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Adobe releases Digital Editons 1.0

updated 08:40 am EDT, Tue June 19, 2007

Adobe Digital Editons 1.0

Adobe on Tuesday released Adobe Digital Editions 1.0, a new software application built for acquiring, managing and reading eBooks, digital newspapers, and other digital publications. Available as a free download for Microsoft Windows and Mac OS X, the software enables publishers to deliver a new digital reading experience: built as a lightweight, Rich Internet Application (RIA), the software works both online and offline, and supports PDF and XHTML--based content as well as Flash SWF for rich interactivity.

By using a new export feature built into Adobe InDesign CS3, publishers can easily create new Adobe Digital Editions-ready content. Adobe, which plans versions for mobile platforms and reading devices, said that Sony has committed to embed Adobe Digital Editions technology into its portable reader product line. The software, which was downloaded more 300,000 times during the company's public beta testing, integrates with Adobe Acrobat 8 and Adobe Reader 8 applications for easy installation within Adobe's products.

Delivering native support for Adobe Portable Document Format (PDF) and XML-based publications, Adobe said that Digital Editions already works seamlessly with more than 150,000 commercially published titles: content automatically re-flows, adapting to different screen sizes and that Digital Editions offers support for Adobe Flash software for integration of rich audio and video.

In addition, Digital Editions now enables users to annotate content through bookmarks, highlights and text notes. A library view offers advanced organization with multiple bookshelves, while "a slick new user interface" enhances zooming and the overall reading experience, the company said. It also supports IDPF Open Publication Standard (OPS) for XHTML-based re-flowable eBooks.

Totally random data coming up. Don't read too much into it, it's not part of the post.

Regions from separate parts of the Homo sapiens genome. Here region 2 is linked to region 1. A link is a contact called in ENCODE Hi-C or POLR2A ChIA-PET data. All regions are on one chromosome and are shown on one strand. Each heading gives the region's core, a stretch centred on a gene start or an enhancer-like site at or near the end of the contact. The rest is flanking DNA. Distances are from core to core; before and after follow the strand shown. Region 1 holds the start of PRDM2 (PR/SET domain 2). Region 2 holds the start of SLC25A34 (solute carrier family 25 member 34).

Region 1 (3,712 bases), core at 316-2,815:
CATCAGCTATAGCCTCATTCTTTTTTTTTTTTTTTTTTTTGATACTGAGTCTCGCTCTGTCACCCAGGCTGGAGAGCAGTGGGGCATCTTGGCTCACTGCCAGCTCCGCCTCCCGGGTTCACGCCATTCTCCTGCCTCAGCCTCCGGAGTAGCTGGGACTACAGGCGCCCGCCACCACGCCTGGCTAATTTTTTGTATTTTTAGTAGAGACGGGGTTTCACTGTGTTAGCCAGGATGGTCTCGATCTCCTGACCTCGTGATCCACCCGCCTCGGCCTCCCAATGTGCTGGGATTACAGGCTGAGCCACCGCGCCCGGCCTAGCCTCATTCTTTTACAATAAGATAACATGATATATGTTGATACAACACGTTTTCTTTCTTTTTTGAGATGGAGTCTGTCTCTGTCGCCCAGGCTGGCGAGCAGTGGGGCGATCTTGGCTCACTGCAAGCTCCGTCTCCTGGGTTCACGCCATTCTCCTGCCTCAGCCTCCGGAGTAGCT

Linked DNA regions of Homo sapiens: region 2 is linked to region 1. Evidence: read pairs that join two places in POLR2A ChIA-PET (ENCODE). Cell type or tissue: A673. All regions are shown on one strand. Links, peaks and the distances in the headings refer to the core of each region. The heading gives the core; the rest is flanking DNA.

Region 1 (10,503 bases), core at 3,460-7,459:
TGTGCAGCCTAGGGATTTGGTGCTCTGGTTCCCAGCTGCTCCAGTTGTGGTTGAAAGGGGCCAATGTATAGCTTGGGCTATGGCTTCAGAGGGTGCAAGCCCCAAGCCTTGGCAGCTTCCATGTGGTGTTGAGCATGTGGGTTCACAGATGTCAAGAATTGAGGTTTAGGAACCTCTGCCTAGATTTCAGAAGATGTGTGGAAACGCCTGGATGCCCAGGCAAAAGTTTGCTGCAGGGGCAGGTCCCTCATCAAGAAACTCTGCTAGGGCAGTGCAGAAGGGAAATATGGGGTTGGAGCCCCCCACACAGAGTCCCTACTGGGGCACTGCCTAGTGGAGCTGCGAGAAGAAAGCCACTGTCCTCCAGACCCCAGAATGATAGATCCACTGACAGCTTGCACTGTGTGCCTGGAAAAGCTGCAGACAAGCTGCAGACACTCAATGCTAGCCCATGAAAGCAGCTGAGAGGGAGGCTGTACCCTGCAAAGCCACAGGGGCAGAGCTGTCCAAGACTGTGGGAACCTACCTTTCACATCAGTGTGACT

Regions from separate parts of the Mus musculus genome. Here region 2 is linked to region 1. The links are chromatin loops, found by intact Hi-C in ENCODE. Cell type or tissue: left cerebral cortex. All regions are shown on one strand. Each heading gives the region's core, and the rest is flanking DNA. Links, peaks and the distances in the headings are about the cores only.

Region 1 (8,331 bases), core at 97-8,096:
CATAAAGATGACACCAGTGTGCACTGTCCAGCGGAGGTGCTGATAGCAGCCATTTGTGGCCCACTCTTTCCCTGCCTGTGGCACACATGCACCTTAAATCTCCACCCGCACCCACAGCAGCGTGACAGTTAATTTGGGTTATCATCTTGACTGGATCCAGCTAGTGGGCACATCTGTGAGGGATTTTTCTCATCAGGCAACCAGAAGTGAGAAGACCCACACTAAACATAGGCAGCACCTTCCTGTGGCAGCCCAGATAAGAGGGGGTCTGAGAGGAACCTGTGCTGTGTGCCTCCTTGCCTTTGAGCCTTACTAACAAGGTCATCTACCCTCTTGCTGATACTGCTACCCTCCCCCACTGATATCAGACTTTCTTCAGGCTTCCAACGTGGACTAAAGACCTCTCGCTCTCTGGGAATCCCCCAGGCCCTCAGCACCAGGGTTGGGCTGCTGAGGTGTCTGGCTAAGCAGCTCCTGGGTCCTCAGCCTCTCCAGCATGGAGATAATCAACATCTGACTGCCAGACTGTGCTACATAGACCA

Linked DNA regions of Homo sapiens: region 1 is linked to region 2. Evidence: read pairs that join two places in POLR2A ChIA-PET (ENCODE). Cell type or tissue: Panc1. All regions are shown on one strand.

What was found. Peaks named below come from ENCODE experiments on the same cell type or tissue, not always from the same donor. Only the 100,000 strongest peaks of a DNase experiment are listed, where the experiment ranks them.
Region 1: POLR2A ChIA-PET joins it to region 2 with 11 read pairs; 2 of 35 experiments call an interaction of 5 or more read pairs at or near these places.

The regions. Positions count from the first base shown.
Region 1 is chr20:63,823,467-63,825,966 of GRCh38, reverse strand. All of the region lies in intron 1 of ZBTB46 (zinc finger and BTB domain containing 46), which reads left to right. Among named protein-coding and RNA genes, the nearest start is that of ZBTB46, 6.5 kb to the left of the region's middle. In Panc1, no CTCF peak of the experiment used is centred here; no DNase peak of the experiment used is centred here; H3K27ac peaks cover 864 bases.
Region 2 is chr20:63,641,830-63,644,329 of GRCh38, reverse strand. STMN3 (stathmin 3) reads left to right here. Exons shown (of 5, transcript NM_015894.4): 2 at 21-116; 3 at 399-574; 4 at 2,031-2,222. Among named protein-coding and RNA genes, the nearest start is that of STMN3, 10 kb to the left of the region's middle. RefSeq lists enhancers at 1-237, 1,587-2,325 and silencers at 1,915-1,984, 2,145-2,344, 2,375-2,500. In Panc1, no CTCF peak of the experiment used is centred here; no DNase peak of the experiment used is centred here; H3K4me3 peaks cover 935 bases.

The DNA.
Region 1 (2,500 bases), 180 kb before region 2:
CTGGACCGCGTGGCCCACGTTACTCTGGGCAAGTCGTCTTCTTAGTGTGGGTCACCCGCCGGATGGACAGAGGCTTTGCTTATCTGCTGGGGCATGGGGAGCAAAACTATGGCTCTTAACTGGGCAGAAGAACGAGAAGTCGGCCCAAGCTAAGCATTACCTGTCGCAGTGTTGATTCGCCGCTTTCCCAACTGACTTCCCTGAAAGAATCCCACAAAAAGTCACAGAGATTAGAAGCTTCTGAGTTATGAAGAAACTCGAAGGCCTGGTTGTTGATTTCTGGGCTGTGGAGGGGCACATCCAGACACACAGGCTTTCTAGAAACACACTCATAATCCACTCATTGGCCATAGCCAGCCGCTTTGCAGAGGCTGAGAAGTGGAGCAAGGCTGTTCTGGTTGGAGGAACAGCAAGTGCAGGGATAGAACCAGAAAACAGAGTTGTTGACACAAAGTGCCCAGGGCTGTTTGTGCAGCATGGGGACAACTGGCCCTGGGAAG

Adobe also introduced Digital Editions Protection Technology (ADEPT), a new, hosted content protection service to protect content: ADEPT supports the company's Adobe Content Server (ACS) technology and protects both PDF and reflow-centric OPS XML eBooks. The technology supports a variety of purchase and lending business models, including library lending, subscription, and ad-supported models.

Adobe Digital Editions 1.0 will be publicly unveiled at the O'Reilly Tools of Change Conference in San Jose on June 19. It is available now for Windows and Mac systems, while editions for Linux platforms and localized versions in French, German, Japanese, Korean and Chinese are expected to be available in the second half of 2007. It runs on Mac OS X 10.3.9 (PowerPC systems only) or Mac OS X 10.4.8 (both PowerPC and Intel systems) and supports both Safari 2.0 and Firefox 2.0 on the Mac. (Safari for Windows is not supported.)

by MacNN Staff



  1. JacquesDav

    Joined: Dec 1969



    Downloaded, installed, and taken out for a spin.

    Not sure I understand the niche this product is supposed to fill. At first glance it appears to be another way to spin the PDF Reader. only with somewhat less versatility or flexibility. Definitely a work in progress, but it'll have to do a better job of differentiating itself before it makes any positive impression on me. Perhaps it's just a plain old Adobe stab at inventing a new proprietary format it can covet and protect, forcing others to adopt. Try opening one of the Digital Editions with Adobe Acrobat Reader! It's all becoming clear to me now, the old Microsoft Borg assimilation trick... or is it re-inventing the wheel? Whatever their strategic marketing plan, it's pretty fuzzy to me at the moment.

    Oh, and it doesn't display type over embedded images very well, not really acceptable for a 1.00 release from Adobe. I'd expect lower-level residual bugs, but not a display error. And, where's the zoom... don't care what the strategy is, I want a zoom. Love the on the fly resize though... but doesn't Acrobat Reader have this already as well?

    Good luck Adobe... I'm a die-hard loyal life-long fan, but Digital Editions gets an "I'll wait and see..." from me.

  1. coffeetime

    Joined: Dec 1969



    Maybe Adobe is recycling the staffs from Macromedia.

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